North: Identity, Photography, Fashion
Whether it’s the smoky post-Industrial Revolution past or its battle for political dominance with the South, the bolshy spirit of the north of England has given rise to some of the 20th century’s most influential cultural movements.
From the fantasty of milliner Stephen Jones and street-influenced menswear designer Christopher Shannon to the gothic machinations of Sunderland-educated Gareth Pugh, the north has also birthed some of the UK’s best designers.
Now a new exhibition at the iconic Open Eye Gallery in Liverpool aims to bring together collective visions of the North, unpicking tropes and themes, and blending them with ideas about identity, community and broader culture. Co-curated by academic Adam Murray and Lou Stoppard, a writer, broadcaster and editor-at-large for fashion website SHOWstudio, North: Identity, Photography, Fashion explores the region’s homegrown creative output as well as its global influence.
It does this through an impressive array of clothing, vintage and modern, artwork, documentary images, fashion shoots and interviews. Fashion editorials by Tim Walker for Briitsh Vogue and Alasdair McLellan for i-D For Murray which reference northern England in their use of terraced houses, brick walls and washing lines in back gardens mark a yen for a new grittiness in fashion.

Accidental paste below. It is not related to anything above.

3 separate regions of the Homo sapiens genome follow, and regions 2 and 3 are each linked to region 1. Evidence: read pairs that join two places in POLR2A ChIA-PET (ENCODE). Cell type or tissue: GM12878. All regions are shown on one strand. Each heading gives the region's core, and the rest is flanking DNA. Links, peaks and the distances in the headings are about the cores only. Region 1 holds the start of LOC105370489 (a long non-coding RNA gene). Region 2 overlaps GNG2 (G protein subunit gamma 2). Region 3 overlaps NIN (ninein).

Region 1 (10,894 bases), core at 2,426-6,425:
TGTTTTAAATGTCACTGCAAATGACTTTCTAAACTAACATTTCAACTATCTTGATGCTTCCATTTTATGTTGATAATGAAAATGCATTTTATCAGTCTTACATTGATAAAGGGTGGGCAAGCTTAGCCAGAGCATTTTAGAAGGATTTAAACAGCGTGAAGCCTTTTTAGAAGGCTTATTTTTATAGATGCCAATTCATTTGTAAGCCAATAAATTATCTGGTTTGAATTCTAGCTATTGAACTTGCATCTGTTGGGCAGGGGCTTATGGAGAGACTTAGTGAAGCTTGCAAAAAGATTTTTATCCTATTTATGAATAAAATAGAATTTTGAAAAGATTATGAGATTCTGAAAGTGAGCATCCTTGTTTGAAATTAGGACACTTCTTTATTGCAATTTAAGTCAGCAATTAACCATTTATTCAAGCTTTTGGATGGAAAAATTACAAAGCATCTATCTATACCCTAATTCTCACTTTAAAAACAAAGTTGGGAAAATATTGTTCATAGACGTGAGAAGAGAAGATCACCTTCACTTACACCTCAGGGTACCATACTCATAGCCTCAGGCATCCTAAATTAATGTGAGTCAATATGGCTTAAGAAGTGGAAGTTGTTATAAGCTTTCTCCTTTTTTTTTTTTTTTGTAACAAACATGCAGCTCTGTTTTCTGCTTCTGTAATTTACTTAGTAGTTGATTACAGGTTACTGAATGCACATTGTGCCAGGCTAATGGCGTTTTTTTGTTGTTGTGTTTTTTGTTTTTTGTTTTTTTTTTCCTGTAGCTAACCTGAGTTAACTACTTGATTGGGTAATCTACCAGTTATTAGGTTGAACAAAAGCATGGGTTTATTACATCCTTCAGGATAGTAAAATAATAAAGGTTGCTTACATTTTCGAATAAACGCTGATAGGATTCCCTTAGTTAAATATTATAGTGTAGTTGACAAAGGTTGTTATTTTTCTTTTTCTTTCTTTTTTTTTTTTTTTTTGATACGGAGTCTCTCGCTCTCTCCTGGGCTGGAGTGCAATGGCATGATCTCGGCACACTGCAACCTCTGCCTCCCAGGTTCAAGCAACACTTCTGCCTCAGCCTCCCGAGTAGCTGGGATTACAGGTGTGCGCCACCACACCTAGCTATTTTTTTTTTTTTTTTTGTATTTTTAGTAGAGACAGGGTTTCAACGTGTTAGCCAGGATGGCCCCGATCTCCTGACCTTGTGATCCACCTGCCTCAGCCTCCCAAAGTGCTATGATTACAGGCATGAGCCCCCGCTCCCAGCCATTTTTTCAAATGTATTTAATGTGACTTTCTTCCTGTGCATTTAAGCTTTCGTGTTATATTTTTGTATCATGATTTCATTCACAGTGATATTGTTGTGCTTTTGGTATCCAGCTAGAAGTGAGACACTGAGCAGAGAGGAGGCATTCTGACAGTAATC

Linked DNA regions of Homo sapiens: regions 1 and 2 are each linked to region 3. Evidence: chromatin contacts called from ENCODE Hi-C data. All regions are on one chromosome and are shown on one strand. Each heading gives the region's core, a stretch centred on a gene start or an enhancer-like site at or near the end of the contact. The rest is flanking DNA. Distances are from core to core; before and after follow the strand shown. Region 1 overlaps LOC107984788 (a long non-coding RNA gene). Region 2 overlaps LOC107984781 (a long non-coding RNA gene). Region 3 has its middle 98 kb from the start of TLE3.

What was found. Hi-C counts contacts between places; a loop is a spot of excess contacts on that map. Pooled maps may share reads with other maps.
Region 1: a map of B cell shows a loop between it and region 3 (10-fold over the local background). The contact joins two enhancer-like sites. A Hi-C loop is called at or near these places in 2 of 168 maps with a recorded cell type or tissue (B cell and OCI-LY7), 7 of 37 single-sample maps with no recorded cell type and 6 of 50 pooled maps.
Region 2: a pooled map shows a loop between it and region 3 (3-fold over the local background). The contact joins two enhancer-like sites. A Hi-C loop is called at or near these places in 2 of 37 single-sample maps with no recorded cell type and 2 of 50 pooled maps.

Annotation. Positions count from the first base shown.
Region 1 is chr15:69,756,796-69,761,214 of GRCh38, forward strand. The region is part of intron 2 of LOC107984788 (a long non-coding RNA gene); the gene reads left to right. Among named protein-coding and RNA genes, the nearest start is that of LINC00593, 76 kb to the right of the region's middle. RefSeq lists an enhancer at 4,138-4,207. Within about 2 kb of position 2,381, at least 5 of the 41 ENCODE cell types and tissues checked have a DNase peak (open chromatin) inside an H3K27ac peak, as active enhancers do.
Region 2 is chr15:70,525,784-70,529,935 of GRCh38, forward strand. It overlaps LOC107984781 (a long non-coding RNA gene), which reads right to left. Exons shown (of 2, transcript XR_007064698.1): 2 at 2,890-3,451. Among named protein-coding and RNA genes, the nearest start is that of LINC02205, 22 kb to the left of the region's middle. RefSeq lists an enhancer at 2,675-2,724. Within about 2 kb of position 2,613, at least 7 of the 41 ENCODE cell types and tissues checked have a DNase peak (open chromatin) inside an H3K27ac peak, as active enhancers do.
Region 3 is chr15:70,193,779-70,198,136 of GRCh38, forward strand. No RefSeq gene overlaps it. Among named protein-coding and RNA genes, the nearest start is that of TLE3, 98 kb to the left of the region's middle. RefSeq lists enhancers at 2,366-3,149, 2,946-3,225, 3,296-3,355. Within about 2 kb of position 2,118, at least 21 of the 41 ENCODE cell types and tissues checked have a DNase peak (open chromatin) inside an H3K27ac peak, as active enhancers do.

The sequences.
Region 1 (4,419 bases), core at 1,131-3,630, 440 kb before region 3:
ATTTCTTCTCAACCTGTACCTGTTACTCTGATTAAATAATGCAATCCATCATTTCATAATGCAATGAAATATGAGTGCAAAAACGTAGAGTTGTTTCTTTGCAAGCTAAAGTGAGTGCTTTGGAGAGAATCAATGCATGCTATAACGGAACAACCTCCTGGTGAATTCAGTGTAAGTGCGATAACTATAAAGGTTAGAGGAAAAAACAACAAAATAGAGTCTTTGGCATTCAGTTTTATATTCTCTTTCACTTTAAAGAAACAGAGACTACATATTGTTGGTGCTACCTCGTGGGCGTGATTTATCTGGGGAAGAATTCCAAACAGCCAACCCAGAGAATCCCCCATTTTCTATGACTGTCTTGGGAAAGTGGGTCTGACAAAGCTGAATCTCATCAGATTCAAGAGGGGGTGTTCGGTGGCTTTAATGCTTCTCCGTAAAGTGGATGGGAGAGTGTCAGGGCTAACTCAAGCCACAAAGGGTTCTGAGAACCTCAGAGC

Madchester – its sounds and aesthetic – makes its impact known in original prints from Glen Luchford’s first shoot, a session with The Stone Roses for The Face in 1989, as well as in a Raf Simons parka from the Belgian designer’s A/W 2003 Control collection. The parka features graphics from the archive of Peter Saville, designer for Factory Records, and sold recently for $20,000.
And, of course, there is the sportswear. Born in the north in the 1980s, the repercussions of the new casual continues to permeate international fashion runways, enabling new silhouettes and challenging notions of gender and luxury.
Think Gosha Rubchinskiy SS17 which featured tracksuits by Sergio Tacchini, Kappa and Fila; Raf Simons SS16 which referenced Mark Leckey’s film Fiorucci Made Me Hardcore; any number of expensive sportswear-inspired designer wear. New collaborative work from the likes of Virgil Abloh and Hacienda designer Ben Kelly highlights the continuing influence.
There are designs by the now defunct New Power Studio, one of the original recipients of Fashion East’s MAN award, alongside new design by rising talents such as John Alexander Skelton. A series of interviews with more Northern born and bred including Claire Barrow, Simon Foxton, Jones and Shannon is featured in SHOWStudio film. And last but not least, iconic archive sneakers by Adidas, which also supports the show, will also be on display.
Till March 19, 2017. Open Eye Gallery, 19 Mann Island, Liverpool Waterfront L3 1BP. Twitter: @OpenEyeGallery. Facebook: /OpenEyeGallery. Instagram: @openeyegallery. www.openeye.org.uk